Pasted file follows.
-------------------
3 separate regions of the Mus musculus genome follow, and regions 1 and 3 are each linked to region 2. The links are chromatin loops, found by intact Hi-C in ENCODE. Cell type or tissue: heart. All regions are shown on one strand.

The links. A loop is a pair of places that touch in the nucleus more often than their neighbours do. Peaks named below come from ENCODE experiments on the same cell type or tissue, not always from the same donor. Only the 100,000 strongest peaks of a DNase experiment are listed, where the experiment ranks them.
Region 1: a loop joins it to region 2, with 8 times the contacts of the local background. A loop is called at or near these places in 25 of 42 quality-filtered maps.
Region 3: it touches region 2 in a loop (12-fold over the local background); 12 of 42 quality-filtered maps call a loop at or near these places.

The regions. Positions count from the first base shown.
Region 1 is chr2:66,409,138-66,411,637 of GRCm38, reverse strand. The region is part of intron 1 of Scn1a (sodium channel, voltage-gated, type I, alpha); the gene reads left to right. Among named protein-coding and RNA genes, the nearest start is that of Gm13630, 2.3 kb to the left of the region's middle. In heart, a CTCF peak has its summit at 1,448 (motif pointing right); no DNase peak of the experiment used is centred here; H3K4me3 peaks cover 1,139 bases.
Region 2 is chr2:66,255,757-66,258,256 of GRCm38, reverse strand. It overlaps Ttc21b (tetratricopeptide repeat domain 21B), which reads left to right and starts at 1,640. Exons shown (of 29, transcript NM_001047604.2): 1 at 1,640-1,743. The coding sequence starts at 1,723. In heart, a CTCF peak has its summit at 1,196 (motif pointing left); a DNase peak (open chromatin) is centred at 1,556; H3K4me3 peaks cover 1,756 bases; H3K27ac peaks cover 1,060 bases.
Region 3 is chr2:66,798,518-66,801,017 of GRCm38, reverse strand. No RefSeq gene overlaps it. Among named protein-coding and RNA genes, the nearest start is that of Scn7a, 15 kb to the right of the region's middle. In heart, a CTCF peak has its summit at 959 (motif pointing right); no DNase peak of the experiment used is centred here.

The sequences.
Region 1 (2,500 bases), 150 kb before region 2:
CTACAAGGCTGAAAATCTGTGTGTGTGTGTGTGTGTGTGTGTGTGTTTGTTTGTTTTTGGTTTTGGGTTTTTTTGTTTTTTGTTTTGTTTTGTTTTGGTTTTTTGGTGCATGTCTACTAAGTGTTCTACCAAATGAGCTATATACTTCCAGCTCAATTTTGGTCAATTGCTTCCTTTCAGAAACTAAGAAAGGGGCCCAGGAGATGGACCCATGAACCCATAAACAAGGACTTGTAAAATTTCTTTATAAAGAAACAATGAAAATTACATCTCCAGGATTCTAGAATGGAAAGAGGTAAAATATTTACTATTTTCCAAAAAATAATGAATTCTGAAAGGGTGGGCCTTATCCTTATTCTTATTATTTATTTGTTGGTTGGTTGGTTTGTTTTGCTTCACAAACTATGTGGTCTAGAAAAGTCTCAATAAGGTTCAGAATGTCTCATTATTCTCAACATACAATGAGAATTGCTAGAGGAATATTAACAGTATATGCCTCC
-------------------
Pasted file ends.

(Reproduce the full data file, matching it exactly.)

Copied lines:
3 separate regions of the Mus musculus genome follow, and regions 1 and 3 are each linked to region 2. The links are chromatin loops, found by intact Hi-C in ENCODE. Cell type or tissue: heart. All regions are shown on one strand.

The links. A loop is a pair of places that touch in the nucleus more often than their neighbours do. Peaks named below come from ENCODE experiments on the same cell type or tissue, not always from the same donor. Only the 100,000 strongest peaks of a DNase experiment are listed, where the experiment ranks them.
Region 1: a loop joins it to region 2, with 8 times the contacts of the local background. A loop is called at or near these places in 25 of 42 quality-filtered maps.
Region 3: it touches region 2 in a loop (12-fold over the local background); 12 of 42 quality-filtered maps call a loop at or near these places.

The regions. Positions count from the first base shown.
Region 1 is chr2:66,409,138-66,411,637 of GRCm38, reverse strand. The region is part of intron 1 of Scn1a (sodium channel, voltage-gated, type I, alpha); the gene reads left to right. Among named protein-coding and RNA genes, the nearest start is that of Gm13630, 2.3 kb to the left of the region's middle. In heart, a CTCF peak has its summit at 1,448 (motif pointing right); no DNase peak of the experiment used is centred here; H3K4me3 peaks cover 1,139 bases.
Region 2 is chr2:66,255,757-66,258,256 of GRCm38, reverse strand. It overlaps Ttc21b (tetratricopeptide repeat domain 21B), which reads left to right and starts at 1,640. Exons shown (of 29, transcript NM_001047604.2): 1 at 1,640-1,743. The coding sequence starts at 1,723. In heart, a CTCF peak has its summit at 1,196 (motif pointing left); a DNase peak (open chromatin) is centred at 1,556; H3K4me3 peaks cover 1,756 bases; H3K27ac peaks cover 1,060 bases.
Region 3 is chr2:66,798,518-66,801,017 of GRCm38, reverse strand. No RefSeq gene overlaps it. Among named protein-coding and RNA genes, the nearest start is that of Scn7a, 15 kb to the right of the region's middle. In heart, a CTCF peak has its summit at 959 (motif pointing right); no DNase peak of the experiment used is centred here.

The sequences.
Region 1 (2,500 bases), 150 kb before region 2:
CTACAAGGCTGAAAATCTGTGTGTGTGTGTGTGTGTGTGTGTGTGTTTGTTTGTTTTTGGTTTTGGGTTTTTTTGTTTTTTGTTTTGTTTTGTTTTGGTTTTTTGGTGCATGTCTACTAAGTGTTCTACCAAATGAGCTATATACTTCCAGCTCAATTTTGGTCAATTGCTTCCTTTCAGAAACTAAGAAAGGGGCCCAGGAGATGGACCCATGAACCCATAAACAAGGACTTGTAAAATTTCTTTATAAAGAAACAATGAAAATTACATCTCCAGGATTCTAGAATGGAAAGAGGTAAAATATTTACTATTTTCCAAAAAATAATGAATTCTGAAAGGGTGGGCCTTATCCTTATTCTTATTATTTATTTGTTGGTTGGTTGGTTTGTTTTGCTTCACAAACTATGTGGTCTAGAAAAGTCTCAATAAGGTTCAGAATGTCTCATTATTCTCAACATACAATGAGAATTGCTAGAGGAATATTAACAGTATATGCCTCC